Justice commissioner Franco Frattini said that the Italian authorities would have to check each one of the thousands of applications for regularisation to make sure they comply with EU law.
"I am asking the Interior Minister Giulio D'Amato to examine one by one the 350,000 requests for regularisation from immigrant workers," said Mr Frattini in Rome.
"Checks are needed to determine if these are fictitious demands or if they effectively correspond to a work offer and lodging. Otherwise, European Union sanctions are envisaged," he said.
Taking figures from a 2004 survey, the justice commissioner pointed out that Italy had a higher than average amount of people working on the black market.
"Italy had 16-17 percent working 'on the black', compared to a European average of four to five percent: the fight against illegal immigration also has to be seen in this light."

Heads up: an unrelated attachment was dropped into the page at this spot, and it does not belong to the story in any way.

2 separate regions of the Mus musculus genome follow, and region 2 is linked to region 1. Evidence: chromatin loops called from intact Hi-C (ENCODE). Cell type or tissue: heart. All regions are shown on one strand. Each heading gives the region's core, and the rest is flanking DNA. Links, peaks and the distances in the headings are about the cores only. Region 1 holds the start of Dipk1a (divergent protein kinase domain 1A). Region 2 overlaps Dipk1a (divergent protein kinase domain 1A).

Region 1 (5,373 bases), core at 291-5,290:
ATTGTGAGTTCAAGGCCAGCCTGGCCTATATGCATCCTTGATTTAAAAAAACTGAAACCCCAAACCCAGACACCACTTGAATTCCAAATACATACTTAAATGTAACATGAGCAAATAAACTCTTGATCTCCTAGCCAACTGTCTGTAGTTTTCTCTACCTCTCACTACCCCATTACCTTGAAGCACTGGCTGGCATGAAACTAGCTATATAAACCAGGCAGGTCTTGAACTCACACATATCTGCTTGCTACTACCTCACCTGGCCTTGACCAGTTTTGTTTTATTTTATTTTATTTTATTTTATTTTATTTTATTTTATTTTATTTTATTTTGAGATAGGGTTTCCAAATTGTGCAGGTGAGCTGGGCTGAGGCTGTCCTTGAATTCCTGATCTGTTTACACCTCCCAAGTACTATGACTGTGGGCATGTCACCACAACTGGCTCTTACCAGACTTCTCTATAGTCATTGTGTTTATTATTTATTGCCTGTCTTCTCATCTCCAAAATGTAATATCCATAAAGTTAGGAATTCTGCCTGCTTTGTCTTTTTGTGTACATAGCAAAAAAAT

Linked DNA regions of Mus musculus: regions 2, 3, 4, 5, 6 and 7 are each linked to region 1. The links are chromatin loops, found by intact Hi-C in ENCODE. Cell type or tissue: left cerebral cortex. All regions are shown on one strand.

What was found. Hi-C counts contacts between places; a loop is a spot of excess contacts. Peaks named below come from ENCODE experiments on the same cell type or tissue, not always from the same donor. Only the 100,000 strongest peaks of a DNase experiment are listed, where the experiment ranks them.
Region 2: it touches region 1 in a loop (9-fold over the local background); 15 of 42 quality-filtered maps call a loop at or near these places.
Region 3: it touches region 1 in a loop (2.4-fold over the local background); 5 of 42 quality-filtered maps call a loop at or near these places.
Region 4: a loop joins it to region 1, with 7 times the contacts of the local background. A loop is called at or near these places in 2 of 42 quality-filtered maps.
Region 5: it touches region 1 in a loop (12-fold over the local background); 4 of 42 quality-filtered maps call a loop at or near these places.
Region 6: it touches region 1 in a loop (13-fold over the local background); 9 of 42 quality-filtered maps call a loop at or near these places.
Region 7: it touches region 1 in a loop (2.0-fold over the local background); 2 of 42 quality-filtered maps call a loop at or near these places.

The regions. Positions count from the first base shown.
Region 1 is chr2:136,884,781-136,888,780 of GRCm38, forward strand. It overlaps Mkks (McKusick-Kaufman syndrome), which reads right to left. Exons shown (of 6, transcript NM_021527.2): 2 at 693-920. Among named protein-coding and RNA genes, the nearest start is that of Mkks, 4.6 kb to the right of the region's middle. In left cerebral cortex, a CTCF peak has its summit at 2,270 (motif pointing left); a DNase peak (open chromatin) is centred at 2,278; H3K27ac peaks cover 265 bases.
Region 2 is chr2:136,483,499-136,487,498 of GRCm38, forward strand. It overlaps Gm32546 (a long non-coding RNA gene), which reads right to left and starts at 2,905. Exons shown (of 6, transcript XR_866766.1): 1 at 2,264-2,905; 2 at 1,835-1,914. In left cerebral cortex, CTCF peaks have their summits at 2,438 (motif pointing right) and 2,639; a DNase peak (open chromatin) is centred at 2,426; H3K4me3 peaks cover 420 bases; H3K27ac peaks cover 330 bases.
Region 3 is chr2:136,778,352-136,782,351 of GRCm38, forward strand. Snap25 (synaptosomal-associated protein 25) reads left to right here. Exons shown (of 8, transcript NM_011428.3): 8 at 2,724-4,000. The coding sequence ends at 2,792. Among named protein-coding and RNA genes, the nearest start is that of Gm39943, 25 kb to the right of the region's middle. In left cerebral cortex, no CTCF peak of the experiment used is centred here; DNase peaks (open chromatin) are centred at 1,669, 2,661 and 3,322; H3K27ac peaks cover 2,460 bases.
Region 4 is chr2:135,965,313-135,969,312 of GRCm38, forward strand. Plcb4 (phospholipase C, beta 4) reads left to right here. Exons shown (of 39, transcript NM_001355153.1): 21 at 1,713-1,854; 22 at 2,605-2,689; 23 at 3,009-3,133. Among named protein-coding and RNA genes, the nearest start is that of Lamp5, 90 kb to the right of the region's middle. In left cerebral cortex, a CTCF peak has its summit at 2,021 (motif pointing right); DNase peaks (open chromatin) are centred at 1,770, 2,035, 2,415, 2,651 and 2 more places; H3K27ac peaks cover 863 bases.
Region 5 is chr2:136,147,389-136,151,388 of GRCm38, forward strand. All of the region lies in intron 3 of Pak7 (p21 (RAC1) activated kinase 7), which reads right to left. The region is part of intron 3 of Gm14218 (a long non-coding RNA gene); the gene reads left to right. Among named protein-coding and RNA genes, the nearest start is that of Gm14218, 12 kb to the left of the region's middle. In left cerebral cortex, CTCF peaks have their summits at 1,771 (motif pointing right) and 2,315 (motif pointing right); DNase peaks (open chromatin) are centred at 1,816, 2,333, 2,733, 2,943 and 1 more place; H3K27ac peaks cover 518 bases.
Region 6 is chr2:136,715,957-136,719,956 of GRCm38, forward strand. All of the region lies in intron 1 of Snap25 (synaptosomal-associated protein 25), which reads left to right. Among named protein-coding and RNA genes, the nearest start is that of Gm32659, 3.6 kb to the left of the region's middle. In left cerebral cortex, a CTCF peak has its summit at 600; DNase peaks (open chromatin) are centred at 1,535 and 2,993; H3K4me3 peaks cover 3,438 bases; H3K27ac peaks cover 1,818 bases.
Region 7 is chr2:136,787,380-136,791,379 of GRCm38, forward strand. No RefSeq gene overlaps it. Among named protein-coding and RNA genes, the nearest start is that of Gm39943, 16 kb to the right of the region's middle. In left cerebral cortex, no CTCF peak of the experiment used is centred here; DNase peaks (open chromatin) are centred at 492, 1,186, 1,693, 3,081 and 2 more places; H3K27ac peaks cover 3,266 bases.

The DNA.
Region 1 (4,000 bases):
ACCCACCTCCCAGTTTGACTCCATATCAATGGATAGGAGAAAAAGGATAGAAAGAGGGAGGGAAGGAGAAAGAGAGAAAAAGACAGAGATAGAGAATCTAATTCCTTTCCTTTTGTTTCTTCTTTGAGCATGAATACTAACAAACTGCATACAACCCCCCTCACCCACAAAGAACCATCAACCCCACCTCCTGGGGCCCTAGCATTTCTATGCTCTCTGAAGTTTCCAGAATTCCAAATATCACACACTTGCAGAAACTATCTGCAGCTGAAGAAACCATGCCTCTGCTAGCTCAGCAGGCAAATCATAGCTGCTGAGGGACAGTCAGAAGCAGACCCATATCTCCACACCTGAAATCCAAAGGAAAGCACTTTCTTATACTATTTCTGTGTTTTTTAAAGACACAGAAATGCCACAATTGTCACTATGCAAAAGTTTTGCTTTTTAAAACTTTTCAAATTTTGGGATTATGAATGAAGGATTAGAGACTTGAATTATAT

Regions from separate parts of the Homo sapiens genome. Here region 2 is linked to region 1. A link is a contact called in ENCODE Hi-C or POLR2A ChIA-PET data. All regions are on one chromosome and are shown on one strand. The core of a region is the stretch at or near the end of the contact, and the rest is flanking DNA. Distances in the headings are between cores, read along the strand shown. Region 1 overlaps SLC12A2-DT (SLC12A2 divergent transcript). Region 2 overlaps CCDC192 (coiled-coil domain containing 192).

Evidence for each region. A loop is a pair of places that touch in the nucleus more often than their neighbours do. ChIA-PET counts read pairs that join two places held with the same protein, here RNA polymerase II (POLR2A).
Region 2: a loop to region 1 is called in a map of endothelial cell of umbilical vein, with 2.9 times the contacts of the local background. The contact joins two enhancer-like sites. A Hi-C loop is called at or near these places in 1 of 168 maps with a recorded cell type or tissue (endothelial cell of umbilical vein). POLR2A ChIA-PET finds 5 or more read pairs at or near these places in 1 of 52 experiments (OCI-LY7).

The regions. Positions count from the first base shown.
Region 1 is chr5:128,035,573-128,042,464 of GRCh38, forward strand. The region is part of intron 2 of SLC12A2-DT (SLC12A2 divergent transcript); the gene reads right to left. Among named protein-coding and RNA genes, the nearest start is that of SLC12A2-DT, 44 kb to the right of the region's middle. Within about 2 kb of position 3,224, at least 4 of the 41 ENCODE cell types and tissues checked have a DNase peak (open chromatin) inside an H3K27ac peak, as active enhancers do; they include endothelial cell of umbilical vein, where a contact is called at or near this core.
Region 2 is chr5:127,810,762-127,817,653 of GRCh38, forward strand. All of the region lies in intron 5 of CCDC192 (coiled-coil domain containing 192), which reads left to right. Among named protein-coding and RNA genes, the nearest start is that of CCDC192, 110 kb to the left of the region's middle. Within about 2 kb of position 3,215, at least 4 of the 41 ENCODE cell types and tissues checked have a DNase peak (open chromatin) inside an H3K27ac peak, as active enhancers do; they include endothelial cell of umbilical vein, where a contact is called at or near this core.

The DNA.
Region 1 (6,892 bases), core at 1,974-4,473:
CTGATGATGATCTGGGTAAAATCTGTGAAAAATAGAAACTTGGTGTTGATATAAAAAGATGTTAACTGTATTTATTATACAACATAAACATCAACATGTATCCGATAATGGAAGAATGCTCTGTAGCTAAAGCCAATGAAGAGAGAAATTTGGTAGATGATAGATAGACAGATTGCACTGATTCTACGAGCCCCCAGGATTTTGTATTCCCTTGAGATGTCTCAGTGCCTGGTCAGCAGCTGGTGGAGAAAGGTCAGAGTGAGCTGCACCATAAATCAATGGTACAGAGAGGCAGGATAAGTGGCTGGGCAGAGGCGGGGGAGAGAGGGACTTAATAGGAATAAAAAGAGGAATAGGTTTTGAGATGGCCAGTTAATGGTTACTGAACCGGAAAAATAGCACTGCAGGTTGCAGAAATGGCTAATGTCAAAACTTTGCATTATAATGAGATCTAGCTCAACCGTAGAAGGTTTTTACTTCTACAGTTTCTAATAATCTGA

Mr Frattini's warning comes after Rome last week announced that it intended to put in place a quota of 350,000 non-EU citizens who would be able to legalise their status in Italy as well as regularising more than 500,000 workers already in the country.
This is not the first time the EU has warned member states about these kinds of moves.
Madrid's surprise move was also criticised by some member states leading to calls for an early warning system to be put in place when governments are considering immigration procedures that will affect other countries.
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